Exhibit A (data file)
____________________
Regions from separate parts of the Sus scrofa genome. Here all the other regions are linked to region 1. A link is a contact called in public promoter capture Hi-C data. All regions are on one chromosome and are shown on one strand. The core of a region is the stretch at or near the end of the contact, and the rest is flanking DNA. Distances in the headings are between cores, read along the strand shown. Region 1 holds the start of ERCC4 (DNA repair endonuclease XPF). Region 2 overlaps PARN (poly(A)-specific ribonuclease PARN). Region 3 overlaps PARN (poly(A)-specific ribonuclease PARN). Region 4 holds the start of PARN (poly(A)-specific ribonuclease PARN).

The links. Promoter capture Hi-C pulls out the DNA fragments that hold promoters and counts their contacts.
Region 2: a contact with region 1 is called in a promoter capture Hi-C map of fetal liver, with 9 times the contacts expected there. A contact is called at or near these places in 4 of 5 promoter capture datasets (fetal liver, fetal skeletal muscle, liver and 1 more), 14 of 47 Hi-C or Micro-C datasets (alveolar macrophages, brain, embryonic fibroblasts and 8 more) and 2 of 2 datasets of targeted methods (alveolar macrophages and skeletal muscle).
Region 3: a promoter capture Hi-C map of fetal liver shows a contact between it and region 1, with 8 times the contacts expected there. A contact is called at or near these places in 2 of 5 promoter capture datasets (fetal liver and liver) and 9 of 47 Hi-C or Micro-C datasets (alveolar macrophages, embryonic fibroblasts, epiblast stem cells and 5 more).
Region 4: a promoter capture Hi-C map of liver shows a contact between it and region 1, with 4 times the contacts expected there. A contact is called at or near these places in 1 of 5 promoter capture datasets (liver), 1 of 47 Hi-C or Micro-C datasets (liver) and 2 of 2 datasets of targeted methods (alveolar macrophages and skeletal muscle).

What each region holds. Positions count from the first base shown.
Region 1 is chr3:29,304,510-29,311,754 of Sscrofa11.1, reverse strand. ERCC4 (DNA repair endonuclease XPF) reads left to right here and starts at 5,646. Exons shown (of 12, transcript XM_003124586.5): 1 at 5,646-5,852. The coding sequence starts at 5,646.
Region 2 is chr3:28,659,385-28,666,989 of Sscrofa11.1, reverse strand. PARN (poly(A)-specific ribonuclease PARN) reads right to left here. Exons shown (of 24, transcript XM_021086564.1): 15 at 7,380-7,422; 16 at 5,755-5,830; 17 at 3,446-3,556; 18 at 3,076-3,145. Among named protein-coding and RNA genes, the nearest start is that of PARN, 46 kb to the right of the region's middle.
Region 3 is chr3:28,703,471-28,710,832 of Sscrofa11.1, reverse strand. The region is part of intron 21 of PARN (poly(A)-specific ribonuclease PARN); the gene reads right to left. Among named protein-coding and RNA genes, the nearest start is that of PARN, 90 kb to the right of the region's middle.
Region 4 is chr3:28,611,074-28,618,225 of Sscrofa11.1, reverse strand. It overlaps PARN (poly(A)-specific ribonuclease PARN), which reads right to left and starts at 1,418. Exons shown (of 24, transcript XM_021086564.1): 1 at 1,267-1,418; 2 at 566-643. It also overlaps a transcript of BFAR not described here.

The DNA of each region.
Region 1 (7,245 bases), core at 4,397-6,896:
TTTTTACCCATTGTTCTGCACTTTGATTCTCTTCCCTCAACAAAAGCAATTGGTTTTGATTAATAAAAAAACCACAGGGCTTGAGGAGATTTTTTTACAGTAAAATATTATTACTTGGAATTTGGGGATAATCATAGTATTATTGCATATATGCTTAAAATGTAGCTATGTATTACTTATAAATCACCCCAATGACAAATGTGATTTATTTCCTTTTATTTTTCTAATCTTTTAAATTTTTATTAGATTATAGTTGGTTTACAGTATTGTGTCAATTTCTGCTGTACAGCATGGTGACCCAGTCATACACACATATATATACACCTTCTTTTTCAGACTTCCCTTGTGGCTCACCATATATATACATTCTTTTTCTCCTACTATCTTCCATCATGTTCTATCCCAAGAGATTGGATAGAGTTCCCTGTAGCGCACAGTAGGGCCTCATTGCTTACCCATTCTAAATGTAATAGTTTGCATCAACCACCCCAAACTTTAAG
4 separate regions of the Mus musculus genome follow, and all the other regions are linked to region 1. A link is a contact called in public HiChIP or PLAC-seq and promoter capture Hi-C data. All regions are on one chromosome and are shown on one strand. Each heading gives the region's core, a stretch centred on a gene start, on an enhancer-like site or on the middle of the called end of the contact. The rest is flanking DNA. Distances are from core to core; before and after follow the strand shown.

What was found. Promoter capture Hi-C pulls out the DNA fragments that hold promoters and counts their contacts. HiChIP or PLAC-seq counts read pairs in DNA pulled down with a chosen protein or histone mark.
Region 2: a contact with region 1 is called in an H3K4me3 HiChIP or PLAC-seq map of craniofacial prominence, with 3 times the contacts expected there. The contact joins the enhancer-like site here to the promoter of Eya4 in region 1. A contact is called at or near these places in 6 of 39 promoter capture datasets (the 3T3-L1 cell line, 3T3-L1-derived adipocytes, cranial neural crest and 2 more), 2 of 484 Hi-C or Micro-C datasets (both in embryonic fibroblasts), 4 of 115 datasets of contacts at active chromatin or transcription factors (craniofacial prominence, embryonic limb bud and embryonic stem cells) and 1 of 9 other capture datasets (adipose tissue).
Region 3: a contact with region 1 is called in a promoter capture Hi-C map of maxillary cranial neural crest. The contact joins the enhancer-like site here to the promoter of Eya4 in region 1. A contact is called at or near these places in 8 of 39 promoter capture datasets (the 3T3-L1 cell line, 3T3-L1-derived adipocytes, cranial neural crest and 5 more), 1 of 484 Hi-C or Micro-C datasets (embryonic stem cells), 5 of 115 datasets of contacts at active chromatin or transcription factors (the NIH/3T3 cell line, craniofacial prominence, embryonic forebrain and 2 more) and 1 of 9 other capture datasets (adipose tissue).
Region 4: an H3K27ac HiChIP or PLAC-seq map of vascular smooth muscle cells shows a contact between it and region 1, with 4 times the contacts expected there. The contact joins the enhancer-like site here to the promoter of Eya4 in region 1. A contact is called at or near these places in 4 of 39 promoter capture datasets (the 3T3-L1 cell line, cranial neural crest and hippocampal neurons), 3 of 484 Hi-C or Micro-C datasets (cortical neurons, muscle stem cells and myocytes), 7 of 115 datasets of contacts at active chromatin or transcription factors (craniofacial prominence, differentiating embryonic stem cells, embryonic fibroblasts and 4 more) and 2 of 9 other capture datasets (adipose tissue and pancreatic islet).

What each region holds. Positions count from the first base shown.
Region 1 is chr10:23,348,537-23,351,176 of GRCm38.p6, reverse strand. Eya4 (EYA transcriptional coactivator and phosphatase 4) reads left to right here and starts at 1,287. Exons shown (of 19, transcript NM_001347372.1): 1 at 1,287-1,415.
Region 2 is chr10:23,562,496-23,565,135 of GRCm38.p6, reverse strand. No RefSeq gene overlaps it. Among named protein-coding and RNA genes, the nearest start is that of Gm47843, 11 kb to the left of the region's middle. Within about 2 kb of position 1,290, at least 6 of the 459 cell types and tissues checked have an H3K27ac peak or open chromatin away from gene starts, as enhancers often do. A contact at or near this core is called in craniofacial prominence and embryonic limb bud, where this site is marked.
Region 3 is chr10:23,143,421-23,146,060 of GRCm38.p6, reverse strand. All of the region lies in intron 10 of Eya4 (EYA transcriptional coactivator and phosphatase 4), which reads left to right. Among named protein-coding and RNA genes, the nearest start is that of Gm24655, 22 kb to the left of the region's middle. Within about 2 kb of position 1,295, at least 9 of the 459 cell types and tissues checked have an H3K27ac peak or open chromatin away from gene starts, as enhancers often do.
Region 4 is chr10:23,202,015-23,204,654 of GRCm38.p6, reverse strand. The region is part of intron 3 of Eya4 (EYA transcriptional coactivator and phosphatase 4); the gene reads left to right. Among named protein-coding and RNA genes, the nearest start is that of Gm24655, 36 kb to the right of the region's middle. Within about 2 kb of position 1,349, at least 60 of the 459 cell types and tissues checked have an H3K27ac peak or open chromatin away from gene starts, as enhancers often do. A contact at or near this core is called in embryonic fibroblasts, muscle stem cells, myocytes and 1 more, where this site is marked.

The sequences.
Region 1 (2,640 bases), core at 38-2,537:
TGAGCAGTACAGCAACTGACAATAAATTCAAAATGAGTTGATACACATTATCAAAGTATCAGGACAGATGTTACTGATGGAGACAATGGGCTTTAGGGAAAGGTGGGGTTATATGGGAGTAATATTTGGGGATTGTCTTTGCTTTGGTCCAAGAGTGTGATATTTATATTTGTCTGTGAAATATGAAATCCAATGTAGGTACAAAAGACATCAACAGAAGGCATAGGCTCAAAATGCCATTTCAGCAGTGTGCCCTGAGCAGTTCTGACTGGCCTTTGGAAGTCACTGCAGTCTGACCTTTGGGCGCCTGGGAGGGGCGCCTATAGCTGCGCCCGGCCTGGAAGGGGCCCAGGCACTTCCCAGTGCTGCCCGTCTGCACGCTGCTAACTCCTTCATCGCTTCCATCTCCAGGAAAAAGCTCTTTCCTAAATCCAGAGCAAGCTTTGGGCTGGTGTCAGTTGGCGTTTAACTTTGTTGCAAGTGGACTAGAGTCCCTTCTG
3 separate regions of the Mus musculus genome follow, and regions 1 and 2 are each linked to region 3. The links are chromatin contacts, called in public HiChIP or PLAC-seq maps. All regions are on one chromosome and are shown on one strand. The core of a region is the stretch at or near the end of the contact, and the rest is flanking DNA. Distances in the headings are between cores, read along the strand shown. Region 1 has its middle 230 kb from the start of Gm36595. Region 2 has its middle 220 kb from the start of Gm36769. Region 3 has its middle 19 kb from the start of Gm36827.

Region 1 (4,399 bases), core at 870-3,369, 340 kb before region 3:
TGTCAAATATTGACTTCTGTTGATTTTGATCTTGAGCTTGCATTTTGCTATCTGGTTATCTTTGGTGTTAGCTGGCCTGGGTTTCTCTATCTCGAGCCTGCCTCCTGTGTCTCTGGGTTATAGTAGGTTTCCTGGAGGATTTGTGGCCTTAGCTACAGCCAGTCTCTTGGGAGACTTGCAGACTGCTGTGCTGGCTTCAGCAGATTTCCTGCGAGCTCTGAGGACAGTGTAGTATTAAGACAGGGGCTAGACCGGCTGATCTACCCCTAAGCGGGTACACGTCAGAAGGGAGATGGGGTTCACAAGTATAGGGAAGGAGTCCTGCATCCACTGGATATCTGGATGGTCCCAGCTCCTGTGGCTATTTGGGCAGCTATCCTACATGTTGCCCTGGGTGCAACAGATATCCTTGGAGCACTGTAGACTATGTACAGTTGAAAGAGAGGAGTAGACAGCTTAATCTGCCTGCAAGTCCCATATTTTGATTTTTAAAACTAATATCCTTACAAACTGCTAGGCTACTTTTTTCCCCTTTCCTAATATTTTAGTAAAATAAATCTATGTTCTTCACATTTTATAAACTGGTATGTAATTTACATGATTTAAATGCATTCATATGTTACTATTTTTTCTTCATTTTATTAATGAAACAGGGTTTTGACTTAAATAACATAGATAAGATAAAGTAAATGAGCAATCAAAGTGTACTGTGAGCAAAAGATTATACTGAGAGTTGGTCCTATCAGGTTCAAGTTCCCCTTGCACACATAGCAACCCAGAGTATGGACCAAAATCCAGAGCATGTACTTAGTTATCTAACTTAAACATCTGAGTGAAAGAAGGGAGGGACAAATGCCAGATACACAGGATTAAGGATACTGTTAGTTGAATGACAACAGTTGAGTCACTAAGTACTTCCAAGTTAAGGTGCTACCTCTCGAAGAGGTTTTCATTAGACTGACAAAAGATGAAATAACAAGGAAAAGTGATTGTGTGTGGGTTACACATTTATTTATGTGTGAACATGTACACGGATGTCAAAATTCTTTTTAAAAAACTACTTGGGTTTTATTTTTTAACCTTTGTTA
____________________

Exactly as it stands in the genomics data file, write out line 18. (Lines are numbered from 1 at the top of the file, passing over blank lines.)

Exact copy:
Region 4: an H3K27ac HiChIP or PLAC-seq map of vascular smooth muscle cells shows a contact between it and region 1, with 4 times the contacts expected there. The contact joins the enhancer-like site here to the promoter of Eya4 in region 1. A contact is called at or near these places in 4 of 39 promoter capture datasets (the 3T3-L1 cell line, cranial neural crest and hippocampal neurons), 3 of 484 Hi-C or Micro-C datasets (cortical neurons, muscle stem cells and myocytes), 7 of 115 datasets of contacts at active chromatin or transcription factors (craniofacial prominence, differentiating embryonic stem cells, embryonic fibroblasts and 4 more) and 2 of 9 other capture datasets (adipose tissue and pancreatic islet).